Over the past 2 & ½ years I have often posted photos and comments on the remodeling of the property. The house was not of high quality when built and 35 years of wind and snow had taken a toll. I inquired at the County about the need of a permit and got an unexpected result. A Federal map classified the location as being in a flood plain, thereby limiting what I could do. The map is wrong but bureaucrats follow rules, not facts. I wrote a letter saying that if certain things weren’t soon fixed the structure would deteriorate beyond repair and we would have to move. I was offered an option of paying a $500 indulgence for an official okay to fix things.
The first photo shows the look of the place at 39 years old.
A wood deck (A) has rotted and become dangerous. Also, it was built to match the concrete behind pallet (B). There is a 5” step up behind where the two pallets meet. Water draining from the roof splashes on to the area at the front door.
‘C’ is an area once covered in black plastic. The plastic goes under the deck. What was the water supposed to do? At ‘C’ and extending 20′ out, the area widens, is covered by red cinders, and has a 15′ high Mountain Ash Tree; pretty, but messy.
‘D’ is a concrete area that extends to the right in front of a 2-car garage. Note the step; that’s two to get to the front door. The concrete was poured at the level of the garage floor and not sloped out. Rain and snowmelt coming off the roof splashed back against the house and could run under the garage doors. ‘E’ shows how high the water splashed onto the house. The siding is porous wood sheeting, and absorbent.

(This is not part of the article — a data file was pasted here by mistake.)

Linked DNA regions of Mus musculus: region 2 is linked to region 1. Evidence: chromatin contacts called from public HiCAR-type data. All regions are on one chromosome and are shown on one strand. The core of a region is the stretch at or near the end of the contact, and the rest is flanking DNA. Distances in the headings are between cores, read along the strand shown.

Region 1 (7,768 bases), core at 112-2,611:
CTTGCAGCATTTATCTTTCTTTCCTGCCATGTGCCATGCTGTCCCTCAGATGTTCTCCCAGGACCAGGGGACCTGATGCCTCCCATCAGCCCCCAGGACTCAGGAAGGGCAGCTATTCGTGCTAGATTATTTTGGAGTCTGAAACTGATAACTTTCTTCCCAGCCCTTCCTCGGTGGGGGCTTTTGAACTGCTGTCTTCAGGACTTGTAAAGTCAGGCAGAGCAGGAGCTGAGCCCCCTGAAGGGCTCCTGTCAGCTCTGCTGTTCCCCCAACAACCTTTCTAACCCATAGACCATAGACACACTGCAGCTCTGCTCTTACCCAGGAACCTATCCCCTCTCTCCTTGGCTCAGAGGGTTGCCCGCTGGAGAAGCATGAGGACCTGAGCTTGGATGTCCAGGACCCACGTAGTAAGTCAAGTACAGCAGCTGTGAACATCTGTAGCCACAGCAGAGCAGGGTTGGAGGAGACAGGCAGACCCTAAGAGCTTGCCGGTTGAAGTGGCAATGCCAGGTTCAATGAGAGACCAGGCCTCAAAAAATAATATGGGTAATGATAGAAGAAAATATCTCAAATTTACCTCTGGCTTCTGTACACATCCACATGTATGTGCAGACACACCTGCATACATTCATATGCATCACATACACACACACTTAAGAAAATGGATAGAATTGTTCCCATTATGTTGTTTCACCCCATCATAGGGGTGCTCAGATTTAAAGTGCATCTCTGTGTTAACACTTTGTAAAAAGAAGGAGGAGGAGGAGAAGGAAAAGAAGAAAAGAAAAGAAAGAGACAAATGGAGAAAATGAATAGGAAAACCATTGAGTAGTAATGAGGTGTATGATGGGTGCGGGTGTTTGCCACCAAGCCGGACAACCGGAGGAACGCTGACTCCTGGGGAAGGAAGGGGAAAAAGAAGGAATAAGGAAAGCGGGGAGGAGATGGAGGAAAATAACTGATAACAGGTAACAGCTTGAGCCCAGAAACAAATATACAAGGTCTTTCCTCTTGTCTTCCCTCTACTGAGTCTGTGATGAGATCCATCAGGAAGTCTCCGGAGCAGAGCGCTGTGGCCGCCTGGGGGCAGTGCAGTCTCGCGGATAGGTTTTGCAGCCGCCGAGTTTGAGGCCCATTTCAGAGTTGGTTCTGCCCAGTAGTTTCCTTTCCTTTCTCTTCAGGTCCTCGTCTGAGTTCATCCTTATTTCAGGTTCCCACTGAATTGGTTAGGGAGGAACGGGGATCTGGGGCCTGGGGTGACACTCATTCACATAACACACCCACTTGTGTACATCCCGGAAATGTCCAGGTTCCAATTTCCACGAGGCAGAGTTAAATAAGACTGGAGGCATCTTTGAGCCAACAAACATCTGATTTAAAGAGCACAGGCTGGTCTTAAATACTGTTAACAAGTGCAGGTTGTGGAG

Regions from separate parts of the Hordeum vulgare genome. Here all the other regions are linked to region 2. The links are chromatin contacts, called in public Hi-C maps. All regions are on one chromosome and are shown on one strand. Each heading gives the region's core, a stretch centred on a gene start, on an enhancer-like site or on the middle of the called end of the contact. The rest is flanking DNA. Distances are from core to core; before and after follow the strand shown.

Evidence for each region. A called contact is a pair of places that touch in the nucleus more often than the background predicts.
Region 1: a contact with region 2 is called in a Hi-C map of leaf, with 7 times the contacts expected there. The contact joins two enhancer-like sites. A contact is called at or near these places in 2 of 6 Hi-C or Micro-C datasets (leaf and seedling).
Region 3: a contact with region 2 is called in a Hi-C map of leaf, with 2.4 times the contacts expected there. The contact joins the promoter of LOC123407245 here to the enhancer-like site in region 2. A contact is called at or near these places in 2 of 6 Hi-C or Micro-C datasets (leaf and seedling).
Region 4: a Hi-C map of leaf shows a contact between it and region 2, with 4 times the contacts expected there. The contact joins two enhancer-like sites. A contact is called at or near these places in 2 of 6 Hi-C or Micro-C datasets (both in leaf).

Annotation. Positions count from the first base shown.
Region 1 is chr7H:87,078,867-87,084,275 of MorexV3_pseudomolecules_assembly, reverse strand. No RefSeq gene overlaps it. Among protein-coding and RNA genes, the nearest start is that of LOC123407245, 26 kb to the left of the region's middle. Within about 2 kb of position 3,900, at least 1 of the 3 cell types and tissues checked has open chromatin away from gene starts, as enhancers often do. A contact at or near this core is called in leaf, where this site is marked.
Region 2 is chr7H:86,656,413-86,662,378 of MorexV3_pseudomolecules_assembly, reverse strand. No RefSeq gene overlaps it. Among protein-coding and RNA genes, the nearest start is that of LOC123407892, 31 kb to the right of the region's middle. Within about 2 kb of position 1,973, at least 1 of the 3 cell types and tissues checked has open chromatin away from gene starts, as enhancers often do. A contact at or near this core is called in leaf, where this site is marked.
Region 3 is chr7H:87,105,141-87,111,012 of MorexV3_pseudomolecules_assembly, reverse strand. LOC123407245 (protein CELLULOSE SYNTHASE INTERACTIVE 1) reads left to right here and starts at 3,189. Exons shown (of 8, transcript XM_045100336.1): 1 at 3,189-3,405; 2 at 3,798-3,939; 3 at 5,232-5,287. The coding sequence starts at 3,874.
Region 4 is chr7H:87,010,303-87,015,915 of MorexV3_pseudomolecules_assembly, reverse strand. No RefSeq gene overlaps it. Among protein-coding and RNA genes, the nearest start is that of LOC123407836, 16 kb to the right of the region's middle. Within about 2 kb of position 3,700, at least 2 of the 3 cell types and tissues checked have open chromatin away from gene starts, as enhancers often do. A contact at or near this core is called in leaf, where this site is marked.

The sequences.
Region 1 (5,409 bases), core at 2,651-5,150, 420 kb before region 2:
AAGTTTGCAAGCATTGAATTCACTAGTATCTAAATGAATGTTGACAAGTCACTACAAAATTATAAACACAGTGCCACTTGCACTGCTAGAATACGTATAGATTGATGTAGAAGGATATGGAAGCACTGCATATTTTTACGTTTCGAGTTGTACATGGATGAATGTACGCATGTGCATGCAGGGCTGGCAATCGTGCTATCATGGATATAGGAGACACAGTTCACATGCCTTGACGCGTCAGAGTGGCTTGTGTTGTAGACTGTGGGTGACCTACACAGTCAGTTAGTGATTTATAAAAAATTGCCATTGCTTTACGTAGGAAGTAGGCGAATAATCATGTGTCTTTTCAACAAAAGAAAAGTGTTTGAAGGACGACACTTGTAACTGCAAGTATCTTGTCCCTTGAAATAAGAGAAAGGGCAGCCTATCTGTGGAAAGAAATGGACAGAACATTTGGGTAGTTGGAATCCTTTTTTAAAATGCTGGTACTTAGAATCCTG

Next: getting started.
‘D’ is where a shed-roof car-park will be.
‘A’ shows the stump of the tree and the old wood deck gone, except of a temporary ramp. Note the refrigerator this side of the door. ‘B’ is the concrete approach to the garage. Multiple cracks and slight dipping on the right were issues. ‘C’ shows a new floor being constructed inside, on top of the old concrete. The total height, when finished, will be slightly over a foot with fiberglass insulation under a stone floor.
Concrete ‘B’ soon was gone, as was the stump near ‘A’. Next photo.
The inside and outside framing of the new room is in progress. There are two windows. Behind ‘w1’ the space is clear, while at ‘w2’ there is framing for a walk-in pantry that will be accessible from the kitchen. To the right of ‘P’ there is one of several stakes – markers for holes to support posts. Also, to the right of the worker there is a Big Brown Shed (BBS). It is 6 feet from the side of the house, has a metal roof, and dumps water and snow against the (garage) side.
Next is a November 2022 view, that is, now. The BBS now has a long (39 ft.) roof line sloping away from the house. The house siding (A) is false sandstone with cement/fiber above – both chosen for the fire-resistant property.
There is a matching wall in front of the passage between the shed and the house. A similar wall is in front of the front door, to the left of the covered ramp. The concrete ramp goes to the height of the house door – no steps, where before there were two. On both sides of the ramp, river washed stone covers the area. There is a hidden “dry well” with a ton of rock in front of the window – left of A – and extending 15 feet in the direction of the camera.
On the left is a blue metal sloping roof (C)– car park area. Compare with ‘D’ in a previous view.
Next, inside the new room.
Most of the room has Hickory paneling, with Knotty Pine trim. The very right edge is the corner of the walk-in pantry. The room’s ceiling was meant to be the violet color the Vanguard Group uses as a logo.The contractor, Walter, and I visited the paint department of our favorite supplier, looked at samples, and chose one. The store’s lighting must have given a false view – we ended up with a conversation starter. Even though 2022 has been a bad year for stocks and bonds, the money for this remodel has come from the markets, or more accurately from the cushion they provided. Cash-out of other investments were mostly the source of the $$.